One of the goals of modern cancer research is to decompose the oncogenic state of individual tumors directly in terms of cellular pathways that are aberrantly activated or deregulated. Despite large-scale efforts to systematically map the cancer genome, determining how alterations within a given tumor interact to induce activated cellular states is still unknown. A promising approach is to use transcriptional signatures to determine which specific oncogenic pathways are active. However, significant challenges remain to make this approach effective. Our objective in this project is to develop a general methodology to systematically generate and validate gene expression signatures representing the activation and deregulation of 40 oncogenes and tumor suppressors and to use them to characterize human tumors.
Aim 1 : Generate oncogenic transcriptional signatures using experimental cell models.
Aim 2 : Create statistical scoring models based on the oncogenic signatures of Aim 1.
Aim 3 : Validate the signature models and assess their universality and tissue specificity.
Aim 4 : Create a publicly available database of signatures and tools to characterize tumors. This database will be broadly useful for the cancer research community and will enable a large number of clinically-relevant applications such as functional annotation of cancer genomes, pathway-based classification of individual cell line and tumors, improving clinical prognosis in multiple disease subtypes, better risk stratification of patients, and predicting response for targeted therapeutic interventions. For over a decade we have been identifying transcriptional signatures for a variety of problems including molecular sub-typing, prediction of chemo-sensitivity and clinical outcome in many tumor types and making them available to the research community. Based on our previous experience, preliminary results and a detailed understanding of the experimental, statistical, software and database generation challenges, and the fact that we are bringing together a broad interdisciplinary group of researchers with strength in primary cellular transformation, data and statistical analysis, along with collaborators who can contribute additional, important genomic data and resources, we believe we are well poised to move forward with this project.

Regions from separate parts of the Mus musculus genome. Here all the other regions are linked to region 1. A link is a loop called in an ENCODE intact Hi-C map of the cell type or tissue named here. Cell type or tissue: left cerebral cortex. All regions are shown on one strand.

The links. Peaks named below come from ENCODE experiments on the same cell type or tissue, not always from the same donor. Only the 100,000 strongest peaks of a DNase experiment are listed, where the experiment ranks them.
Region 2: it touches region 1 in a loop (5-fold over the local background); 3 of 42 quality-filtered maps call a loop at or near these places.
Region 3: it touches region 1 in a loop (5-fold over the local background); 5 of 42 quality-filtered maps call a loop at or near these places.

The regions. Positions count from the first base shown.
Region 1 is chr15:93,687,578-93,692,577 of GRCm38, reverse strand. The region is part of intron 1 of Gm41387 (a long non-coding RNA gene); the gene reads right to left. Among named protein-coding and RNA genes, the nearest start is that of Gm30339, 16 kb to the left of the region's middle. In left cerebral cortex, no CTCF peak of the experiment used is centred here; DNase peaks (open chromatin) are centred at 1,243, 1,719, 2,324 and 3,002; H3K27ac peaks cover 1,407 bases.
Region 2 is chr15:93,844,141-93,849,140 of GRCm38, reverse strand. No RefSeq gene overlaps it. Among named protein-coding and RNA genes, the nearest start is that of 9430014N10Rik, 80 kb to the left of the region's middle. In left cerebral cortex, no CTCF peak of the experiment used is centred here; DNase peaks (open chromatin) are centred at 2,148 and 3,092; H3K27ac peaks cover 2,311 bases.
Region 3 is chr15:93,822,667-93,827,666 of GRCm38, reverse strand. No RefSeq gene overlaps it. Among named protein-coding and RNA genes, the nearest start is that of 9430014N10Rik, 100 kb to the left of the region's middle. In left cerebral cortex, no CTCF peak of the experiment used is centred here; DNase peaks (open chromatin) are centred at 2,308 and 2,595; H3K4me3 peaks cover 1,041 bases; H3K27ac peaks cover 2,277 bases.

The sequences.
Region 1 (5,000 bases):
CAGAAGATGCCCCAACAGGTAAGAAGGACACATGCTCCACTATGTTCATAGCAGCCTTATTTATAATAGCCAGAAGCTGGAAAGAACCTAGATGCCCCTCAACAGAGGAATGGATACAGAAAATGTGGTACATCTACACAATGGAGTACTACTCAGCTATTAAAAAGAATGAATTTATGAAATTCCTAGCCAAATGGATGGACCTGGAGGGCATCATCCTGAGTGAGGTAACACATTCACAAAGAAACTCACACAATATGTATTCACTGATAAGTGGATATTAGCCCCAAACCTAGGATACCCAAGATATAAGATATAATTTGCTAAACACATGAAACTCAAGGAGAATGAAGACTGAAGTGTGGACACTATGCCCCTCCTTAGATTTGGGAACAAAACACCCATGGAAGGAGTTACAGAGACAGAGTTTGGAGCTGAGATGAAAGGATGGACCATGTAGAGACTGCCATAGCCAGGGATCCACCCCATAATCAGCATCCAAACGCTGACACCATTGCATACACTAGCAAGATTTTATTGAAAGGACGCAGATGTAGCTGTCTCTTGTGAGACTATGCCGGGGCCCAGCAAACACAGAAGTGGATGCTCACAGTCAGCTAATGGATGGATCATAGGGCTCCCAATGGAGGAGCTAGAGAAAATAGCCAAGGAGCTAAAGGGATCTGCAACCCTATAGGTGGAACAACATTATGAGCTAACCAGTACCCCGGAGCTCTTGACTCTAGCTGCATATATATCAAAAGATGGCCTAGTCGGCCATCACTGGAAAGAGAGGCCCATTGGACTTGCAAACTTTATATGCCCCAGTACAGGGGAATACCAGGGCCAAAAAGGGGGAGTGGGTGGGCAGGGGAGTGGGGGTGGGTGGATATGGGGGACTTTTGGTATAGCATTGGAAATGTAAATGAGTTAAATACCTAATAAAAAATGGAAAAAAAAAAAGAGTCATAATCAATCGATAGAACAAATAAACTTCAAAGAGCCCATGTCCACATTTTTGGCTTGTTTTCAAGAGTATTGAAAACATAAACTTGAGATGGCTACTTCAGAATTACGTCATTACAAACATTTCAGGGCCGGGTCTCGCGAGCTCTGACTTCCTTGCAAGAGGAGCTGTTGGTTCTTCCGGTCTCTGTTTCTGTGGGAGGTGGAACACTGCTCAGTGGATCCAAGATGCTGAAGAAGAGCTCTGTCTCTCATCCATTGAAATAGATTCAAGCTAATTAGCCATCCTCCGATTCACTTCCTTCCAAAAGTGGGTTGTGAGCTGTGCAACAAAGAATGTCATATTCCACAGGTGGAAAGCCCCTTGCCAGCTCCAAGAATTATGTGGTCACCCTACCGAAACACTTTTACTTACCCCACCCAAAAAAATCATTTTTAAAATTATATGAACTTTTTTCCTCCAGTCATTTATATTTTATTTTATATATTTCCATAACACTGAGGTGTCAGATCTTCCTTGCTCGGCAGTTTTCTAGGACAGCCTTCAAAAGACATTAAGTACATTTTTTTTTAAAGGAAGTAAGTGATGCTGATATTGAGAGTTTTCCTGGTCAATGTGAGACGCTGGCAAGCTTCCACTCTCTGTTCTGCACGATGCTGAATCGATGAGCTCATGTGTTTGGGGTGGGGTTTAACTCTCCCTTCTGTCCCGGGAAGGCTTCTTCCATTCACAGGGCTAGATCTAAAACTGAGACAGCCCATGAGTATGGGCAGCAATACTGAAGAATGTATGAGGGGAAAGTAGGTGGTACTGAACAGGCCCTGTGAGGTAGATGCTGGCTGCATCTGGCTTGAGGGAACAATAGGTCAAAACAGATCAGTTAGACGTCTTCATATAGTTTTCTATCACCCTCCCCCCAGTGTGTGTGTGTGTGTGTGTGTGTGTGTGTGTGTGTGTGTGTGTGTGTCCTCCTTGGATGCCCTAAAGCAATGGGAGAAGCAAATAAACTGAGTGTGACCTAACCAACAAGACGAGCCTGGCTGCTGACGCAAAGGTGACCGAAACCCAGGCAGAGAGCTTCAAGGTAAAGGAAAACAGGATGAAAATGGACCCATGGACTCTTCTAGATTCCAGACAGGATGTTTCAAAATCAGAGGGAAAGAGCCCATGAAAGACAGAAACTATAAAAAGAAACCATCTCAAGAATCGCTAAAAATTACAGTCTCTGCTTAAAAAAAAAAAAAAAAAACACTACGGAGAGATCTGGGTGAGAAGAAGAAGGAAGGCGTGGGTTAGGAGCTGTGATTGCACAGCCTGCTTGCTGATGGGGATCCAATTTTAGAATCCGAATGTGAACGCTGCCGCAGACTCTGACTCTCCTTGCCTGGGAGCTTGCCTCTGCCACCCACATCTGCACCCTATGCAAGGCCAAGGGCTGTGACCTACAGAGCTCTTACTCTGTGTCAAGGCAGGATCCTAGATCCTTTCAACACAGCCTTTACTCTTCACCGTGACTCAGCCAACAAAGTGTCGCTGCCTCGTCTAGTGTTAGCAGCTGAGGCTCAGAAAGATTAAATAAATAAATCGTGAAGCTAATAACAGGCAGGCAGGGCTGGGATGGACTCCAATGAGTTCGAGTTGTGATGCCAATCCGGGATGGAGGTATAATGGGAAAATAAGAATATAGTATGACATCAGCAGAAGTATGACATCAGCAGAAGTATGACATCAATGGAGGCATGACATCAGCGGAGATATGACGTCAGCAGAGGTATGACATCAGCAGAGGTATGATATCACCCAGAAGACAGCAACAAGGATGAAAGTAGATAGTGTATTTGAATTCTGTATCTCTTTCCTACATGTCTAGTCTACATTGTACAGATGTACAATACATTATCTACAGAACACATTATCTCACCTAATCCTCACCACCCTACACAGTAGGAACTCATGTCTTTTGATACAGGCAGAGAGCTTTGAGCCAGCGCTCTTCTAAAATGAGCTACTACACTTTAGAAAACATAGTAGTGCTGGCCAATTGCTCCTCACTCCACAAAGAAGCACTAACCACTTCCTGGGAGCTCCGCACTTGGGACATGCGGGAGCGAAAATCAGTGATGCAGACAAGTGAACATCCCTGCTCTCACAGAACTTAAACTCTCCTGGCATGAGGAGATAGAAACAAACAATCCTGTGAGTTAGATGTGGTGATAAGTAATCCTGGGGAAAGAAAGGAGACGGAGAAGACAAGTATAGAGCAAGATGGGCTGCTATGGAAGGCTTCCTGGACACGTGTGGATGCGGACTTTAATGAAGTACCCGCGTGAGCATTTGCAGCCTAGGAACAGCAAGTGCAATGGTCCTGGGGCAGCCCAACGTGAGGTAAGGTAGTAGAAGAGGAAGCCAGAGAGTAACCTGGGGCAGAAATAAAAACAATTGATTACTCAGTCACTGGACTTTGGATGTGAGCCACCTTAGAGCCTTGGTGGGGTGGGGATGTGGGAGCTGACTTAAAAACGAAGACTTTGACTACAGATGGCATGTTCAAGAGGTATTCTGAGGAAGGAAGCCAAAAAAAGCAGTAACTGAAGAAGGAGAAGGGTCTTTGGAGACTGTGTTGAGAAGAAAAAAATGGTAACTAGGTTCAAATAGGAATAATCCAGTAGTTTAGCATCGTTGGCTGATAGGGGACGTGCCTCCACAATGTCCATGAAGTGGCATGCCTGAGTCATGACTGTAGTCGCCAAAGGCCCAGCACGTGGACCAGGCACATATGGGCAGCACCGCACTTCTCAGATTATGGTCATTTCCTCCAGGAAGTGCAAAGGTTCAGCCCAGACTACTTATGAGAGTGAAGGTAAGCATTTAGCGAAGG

This project will yield a collection of molecular signatures and a computational method to accurately classify human tumors by their activated oncogenic pathways. They will provide functional annotation of cancer genomes, better classification of individual cell line and tumors, and will be broadly useful for the cancer research community. Moreover these signatures, together with the method for identifying them, holds promise for many clinical applications including: improvement of clinical prognosis, stratification of patients in clinical trials, and identification of targeted therapeutic interventions.
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